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Middle East: 1948-1999 - Origins Of The Arab-Israeli Conflict Up To 1948
The State of Israel was declared on the 14th of May 1948.

Middle East: 1948-1999 - Origins Of The Arab-Israeli Conflict Up To 1948

One of the subjects that is covered in GCSE History is the Middle East during the period from 1948-1999. One aspect looked at is the origins of the Arab-Israeli conflict.

Unsurprisingly, the origins of the Arab-Israeli conflict go back a long way. However, after the Great War and the defeat of the Ottoman Empire in the Middle East, the problem intensified - to the point that the British (responsible for Palestine since the 1920s) evacuated Palestine as Israel's independence loomed. The consequences have plagued the Middle East ever since.

Learn more about how the Arab-Israeli conflict began in this informative quiz.

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1.
Which of the following Arab states was not involved in the 1948 First Arab-Israeli War?
Lebanon
Syria
Jordan
Saudi Arabia
Despite this onslaught Israel prevailed - until the next time
2.
Under what terms did Britain accept responsibility for Palestine after the Great War?
As a colony as part of the spoils of war enshrined in the Treaties of Sevres and Lausanne with Turkey
As a mandate from the League of Nations
As a gift from the Treaty of Versailles
In a referendum conducted within Palestine
Britain would now have to reconcile Arab aspirations with Jewish ones. This would not be easy
3.
On the 14th of May 1948, the state of Israel was proclaimed. Which Israeli politician made the announcement?
Abba Eban
Moshe Dayan
Golda Meir
David Ben-Gurion
The new state was immediately attacked by several of its Arab neighbours
4.
In the 1930s and 1940s the spiritual leader of Palestine's Muslim Arab population, the Grand Mufti of Jerusalem, regularly met one of the European dictators. Which one?
Stalin
Mussolini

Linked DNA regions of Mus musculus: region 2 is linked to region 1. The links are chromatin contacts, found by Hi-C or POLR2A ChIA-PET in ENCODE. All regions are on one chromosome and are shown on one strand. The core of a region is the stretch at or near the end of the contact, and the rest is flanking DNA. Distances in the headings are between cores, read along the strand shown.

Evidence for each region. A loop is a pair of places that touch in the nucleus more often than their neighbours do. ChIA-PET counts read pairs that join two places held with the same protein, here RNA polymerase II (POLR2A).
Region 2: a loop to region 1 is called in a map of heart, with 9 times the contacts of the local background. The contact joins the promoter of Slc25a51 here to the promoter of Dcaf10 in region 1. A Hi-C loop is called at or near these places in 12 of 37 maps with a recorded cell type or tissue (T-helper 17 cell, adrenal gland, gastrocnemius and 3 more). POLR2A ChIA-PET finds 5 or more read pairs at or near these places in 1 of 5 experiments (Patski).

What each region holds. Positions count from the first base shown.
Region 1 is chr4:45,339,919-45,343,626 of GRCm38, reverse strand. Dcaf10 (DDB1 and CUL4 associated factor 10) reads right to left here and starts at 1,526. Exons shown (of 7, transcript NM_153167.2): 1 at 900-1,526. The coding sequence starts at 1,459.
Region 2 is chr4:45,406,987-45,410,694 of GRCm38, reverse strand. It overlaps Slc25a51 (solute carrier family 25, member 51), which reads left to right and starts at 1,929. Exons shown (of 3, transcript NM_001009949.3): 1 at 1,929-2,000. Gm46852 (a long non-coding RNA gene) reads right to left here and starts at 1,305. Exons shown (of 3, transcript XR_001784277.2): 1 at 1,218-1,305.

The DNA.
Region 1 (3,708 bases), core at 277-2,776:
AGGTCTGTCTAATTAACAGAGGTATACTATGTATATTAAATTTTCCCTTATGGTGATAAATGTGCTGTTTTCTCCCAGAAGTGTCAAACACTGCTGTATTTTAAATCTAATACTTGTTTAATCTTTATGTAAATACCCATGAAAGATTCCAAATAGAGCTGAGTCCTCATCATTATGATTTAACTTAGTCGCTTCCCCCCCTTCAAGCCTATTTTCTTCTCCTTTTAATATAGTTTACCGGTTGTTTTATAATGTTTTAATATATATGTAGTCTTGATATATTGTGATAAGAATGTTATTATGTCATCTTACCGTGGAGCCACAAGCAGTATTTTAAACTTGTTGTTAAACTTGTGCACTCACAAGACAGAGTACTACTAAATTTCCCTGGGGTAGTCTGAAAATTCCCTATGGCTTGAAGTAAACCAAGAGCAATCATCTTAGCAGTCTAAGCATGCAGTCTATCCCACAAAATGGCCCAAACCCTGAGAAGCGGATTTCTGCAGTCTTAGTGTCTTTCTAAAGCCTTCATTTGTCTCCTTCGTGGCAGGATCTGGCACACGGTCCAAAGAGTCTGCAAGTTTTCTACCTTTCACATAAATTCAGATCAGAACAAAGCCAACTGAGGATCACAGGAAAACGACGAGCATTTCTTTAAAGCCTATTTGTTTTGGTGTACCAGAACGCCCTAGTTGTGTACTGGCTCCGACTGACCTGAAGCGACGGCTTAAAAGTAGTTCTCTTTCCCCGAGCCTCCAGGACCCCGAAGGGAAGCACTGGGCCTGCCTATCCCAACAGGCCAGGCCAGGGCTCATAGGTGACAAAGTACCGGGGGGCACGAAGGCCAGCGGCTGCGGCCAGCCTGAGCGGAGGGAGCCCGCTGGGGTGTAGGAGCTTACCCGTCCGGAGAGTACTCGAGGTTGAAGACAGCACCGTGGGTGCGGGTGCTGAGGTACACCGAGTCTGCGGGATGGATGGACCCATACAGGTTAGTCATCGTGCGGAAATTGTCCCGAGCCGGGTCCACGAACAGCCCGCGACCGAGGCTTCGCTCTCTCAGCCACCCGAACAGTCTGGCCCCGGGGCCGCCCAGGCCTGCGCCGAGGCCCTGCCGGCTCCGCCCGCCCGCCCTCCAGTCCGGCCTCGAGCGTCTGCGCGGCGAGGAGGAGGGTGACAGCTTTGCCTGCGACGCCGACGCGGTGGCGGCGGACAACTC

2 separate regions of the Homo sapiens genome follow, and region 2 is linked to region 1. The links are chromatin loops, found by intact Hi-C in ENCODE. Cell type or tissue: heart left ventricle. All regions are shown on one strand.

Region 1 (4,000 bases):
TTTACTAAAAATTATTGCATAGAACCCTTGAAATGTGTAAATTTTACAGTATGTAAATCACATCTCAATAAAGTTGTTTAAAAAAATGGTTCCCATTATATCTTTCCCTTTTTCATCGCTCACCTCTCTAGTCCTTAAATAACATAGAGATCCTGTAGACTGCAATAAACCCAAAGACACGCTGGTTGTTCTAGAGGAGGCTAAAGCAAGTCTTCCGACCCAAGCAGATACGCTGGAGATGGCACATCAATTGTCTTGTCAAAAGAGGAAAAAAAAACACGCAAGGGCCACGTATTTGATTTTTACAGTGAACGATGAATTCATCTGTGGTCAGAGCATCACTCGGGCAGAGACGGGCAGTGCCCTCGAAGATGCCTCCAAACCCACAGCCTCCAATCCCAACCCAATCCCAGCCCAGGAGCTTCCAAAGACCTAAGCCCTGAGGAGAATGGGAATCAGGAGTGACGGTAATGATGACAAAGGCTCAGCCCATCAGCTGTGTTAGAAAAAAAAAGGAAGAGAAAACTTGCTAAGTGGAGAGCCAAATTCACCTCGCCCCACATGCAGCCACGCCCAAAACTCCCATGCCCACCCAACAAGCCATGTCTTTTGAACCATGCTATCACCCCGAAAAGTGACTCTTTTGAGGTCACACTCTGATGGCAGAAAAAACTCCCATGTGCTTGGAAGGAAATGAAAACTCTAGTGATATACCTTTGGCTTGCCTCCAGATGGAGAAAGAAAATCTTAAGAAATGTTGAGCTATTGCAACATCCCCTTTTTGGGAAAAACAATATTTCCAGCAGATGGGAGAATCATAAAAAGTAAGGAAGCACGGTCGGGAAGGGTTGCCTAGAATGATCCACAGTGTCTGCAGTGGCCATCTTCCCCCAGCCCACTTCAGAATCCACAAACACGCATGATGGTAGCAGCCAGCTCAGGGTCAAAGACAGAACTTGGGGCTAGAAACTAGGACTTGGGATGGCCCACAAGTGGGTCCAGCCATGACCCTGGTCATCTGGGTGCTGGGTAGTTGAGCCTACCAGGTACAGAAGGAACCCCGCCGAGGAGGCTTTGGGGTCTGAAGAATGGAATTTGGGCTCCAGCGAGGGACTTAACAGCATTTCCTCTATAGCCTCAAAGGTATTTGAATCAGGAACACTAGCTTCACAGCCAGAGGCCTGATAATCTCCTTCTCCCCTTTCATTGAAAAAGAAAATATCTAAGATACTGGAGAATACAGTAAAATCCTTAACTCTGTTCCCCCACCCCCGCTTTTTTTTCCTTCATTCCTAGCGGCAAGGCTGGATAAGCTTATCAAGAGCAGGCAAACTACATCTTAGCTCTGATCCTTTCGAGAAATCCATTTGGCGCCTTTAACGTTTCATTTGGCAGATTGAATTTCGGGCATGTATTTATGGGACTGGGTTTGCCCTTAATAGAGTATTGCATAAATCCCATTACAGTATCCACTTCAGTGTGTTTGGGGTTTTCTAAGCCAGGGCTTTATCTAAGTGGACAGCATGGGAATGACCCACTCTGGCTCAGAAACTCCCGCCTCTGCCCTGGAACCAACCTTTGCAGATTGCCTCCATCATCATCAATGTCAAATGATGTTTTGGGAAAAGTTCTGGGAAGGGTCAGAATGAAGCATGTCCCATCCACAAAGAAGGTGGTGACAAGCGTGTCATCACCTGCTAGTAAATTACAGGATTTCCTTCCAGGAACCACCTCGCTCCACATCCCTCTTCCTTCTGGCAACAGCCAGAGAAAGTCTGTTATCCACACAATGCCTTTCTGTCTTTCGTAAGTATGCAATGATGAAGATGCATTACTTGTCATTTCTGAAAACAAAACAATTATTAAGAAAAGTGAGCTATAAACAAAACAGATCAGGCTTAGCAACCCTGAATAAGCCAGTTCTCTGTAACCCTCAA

Hitler
Franco
Clearly some Palestinians were so frustrated by British policy in their homeland that they were prepared to seek help elsewhere
5.
In 1946 Jewish terrorists bombed a prominent building in Jerusalem, killing many Jews, Arabs and British. What was the building's name?
The David Hotel
The Temple Hotel
The King David Hotel
Hotel Jerusalem
This atrocity shocked the world. Some in the British government wondered whether ruling Palestine was worth the candle
6.
In 1916 a secret agreement was signed between Britain and France after the defeat of the Turks. Britain was to receive Palestine. What was the deal called?
The Hoare-Laval Pact
The Sykes-Picot Agreement
The Anglo-French Understanding
The Entente Cordiale
Palestine already had a mixed Jewish-Arab population. Palestinian Arabs feared the arrival of more Jews
7.
In 1921 a Jewish paramilitary force was set up in Palestine, which soon exceeded its rivals in terms of numbers of volunteers. What was its name?
The Irgun
The Stern Gang
The Haganah
Shin Bet
Palestinian Arabs responded by building up their own armed forces, giving the British supervisory power yet further headaches
8.
In 1917 the British government issued a declaration that encouraged the setting up of a "Jewish homeland" in Palestine, and at the same time promised to respect Palestinian rights. What was the declaration called?
The Lawrence Declaration
The Balfour Declaration
The Churchill Declaration
The Weizmann Declaration
This was to prove difficult to put into practice, as more Jews pressed to get into Palestine
9.
Aware of British reluctance to bear the burden indefinitely, the United Nations came up with a plan for Palestine in 1948. What did this plan involve?
Jews to live within an Arab state, but to enjoy special rights
Arabs to live within a Jewish state, but to enjoy special rights
The 2 - state solution: a partition plan giving some parts to the new Israeli state, and the rest to a Palestinian state
Britain to remain nominally in charge, but UN forces to be stationed in Palestine in case of trouble
All of these suggestions involved compromise
10.
In 1948 the fighting intensified, after the declaration of the state of Israel, and a massacre took place at Deir Yassin. What happened?
Jewish terrorists murdered Arab civilians
Arab terrorists murdered Jewish civilians
British forces attacked a Jewish settlement
British forces attacked an Arab settlement
Whatever happened exactly at Deir Yassin, the massacre remains a source of bitterness
Author:  Edward Towne

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